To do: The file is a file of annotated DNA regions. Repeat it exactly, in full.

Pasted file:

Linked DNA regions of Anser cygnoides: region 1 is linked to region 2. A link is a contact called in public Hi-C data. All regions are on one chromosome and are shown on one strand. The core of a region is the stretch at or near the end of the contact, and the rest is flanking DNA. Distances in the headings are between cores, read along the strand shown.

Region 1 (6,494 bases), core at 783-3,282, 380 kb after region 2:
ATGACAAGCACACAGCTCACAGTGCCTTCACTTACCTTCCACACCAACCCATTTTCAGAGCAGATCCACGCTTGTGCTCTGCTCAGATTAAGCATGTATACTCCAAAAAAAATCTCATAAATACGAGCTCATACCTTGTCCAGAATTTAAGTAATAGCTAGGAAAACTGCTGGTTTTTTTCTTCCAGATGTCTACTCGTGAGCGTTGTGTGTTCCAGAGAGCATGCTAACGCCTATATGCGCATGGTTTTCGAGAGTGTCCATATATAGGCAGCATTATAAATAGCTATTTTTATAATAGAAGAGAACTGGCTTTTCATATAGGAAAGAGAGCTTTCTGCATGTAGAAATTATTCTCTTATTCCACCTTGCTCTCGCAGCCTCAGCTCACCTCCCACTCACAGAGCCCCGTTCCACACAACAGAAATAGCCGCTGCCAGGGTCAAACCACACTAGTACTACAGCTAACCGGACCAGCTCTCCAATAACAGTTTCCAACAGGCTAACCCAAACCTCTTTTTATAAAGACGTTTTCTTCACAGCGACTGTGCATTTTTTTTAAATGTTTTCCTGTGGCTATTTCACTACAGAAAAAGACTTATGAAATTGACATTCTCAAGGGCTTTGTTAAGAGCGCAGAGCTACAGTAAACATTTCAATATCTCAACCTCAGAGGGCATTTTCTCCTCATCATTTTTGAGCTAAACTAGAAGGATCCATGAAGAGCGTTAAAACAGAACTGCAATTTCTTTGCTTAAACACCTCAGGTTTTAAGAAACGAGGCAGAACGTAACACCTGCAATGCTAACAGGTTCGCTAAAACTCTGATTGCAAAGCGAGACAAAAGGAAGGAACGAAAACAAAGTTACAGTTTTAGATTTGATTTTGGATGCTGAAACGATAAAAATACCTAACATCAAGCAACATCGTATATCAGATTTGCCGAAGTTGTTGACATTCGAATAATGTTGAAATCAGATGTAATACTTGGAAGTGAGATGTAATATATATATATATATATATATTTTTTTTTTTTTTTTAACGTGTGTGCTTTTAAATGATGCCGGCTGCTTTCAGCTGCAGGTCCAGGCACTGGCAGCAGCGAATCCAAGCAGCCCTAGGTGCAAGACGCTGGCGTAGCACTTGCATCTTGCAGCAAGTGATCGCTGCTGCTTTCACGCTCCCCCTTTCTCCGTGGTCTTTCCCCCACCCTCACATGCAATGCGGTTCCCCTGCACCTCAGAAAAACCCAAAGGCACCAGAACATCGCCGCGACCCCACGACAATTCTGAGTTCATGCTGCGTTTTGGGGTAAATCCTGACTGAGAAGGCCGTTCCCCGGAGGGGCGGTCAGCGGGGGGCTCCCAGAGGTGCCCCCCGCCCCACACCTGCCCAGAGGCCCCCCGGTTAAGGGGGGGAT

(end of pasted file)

Linked DNA regions of Anser cygnoides: region 1 is linked to region 2. A link is a contact called in public Hi-C data. All regions are on one chromosome and are shown on one strand. The core of a region is the stretch at or near the end of the contact, and the rest is flanking DNA. Distances in the headings are between cores, read along the strand shown.

Region 1 (6,494 bases), core at 783-3,282, 380 kb after region 2:
ATGACAAGCACACAGCTCACAGTGCCTTCACTTACCTTCCACACCAACCCATTTTCAGAGCAGATCCACGCTTGTGCTCTGCTCAGATTAAGCATGTATACTCCAAAAAAAATCTCATAAATACGAGCTCATACCTTGTCCAGAATTTAAGTAATAGCTAGGAAAACTGCTGGTTTTTTTCTTCCAGATGTCTACTCGTGAGCGTTGTGTGTTCCAGAGAGCATGCTAACGCCTATATGCGCATGGTTTTCGAGAGTGTCCATATATAGGCAGCATTATAAATAGCTATTTTTATAATAGAAGAGAACTGGCTTTTCATATAGGAAAGAGAGCTTTCTGCATGTAGAAATTATTCTCTTATTCCACCTTGCTCTCGCAGCCTCAGCTCACCTCCCACTCACAGAGCCCCGTTCCACACAACAGAAATAGCCGCTGCCAGGGTCAAACCACACTAGTACTACAGCTAACCGGACCAGCTCTCCAATAACAGTTTCCAACAGGCTAACCCAAACCTCTTTTTATAAAGACGTTTTCTTCACAGCGACTGTGCATTTTTTTTAAATGTTTTCCTGTGGCTATTTCACTACAGAAAAAGACTTATGAAATTGACATTCTCAAGGGCTTTGTTAAGAGCGCAGAGCTACAGTAAACATTTCAATATCTCAACCTCAGAGGGCATTTTCTCCTCATCATTTTTGAGCTAAACTAGAAGGATCCATGAAGAGCGTTAAAACAGAACTGCAATTTCTTTGCTTAAACACCTCAGGTTTTAAGAAACGAGGCAGAACGTAACACCTGCAATGCTAACAGGTTCGCTAAAACTCTGATTGCAAAGCGAGACAAAAGGAAGGAACGAAAACAAAGTTACAGTTTTAGATTTGATTTTGGATGCTGAAACGATAAAAATACCTAACATCAAGCAACATCGTATATCAGATTTGCCGAAGTTGTTGACATTCGAATAATGTTGAAATCAGATGTAATACTTGGAAGTGAGATGTAATATATATATATATATATATATTTTTTTTTTTTTTTTAACGTGTGTGCTTTTAAATGATGCCGGCTGCTTTCAGCTGCAGGTCCAGGCACTGGCAGCAGCGAATCCAAGCAGCCCTAGGTGCAAGACGCTGGCGTAGCACTTGCATCTTGCAGCAAGTGATCGCTGCTGCTTTCACGCTCCCCCTTTCTCCGTGGTCTTTCCCCCACCCTCACATGCAATGCGGTTCCCCTGCACCTCAGAAAAACCCAAAGGCACCAGAACATCGCCGCGACCCCACGACAATTCTGAGTTCATGCTGCGTTTTGGGGTAAATCCTGACTGAGAAGGCCGTTCCCCGGAGGGGCGGTCAGCGGGGGGCTCCCAGAGGTGCCCCCCGCCCCACACCTGCCCAGAGGCCCCCCGGTTAAGGGGGGGAT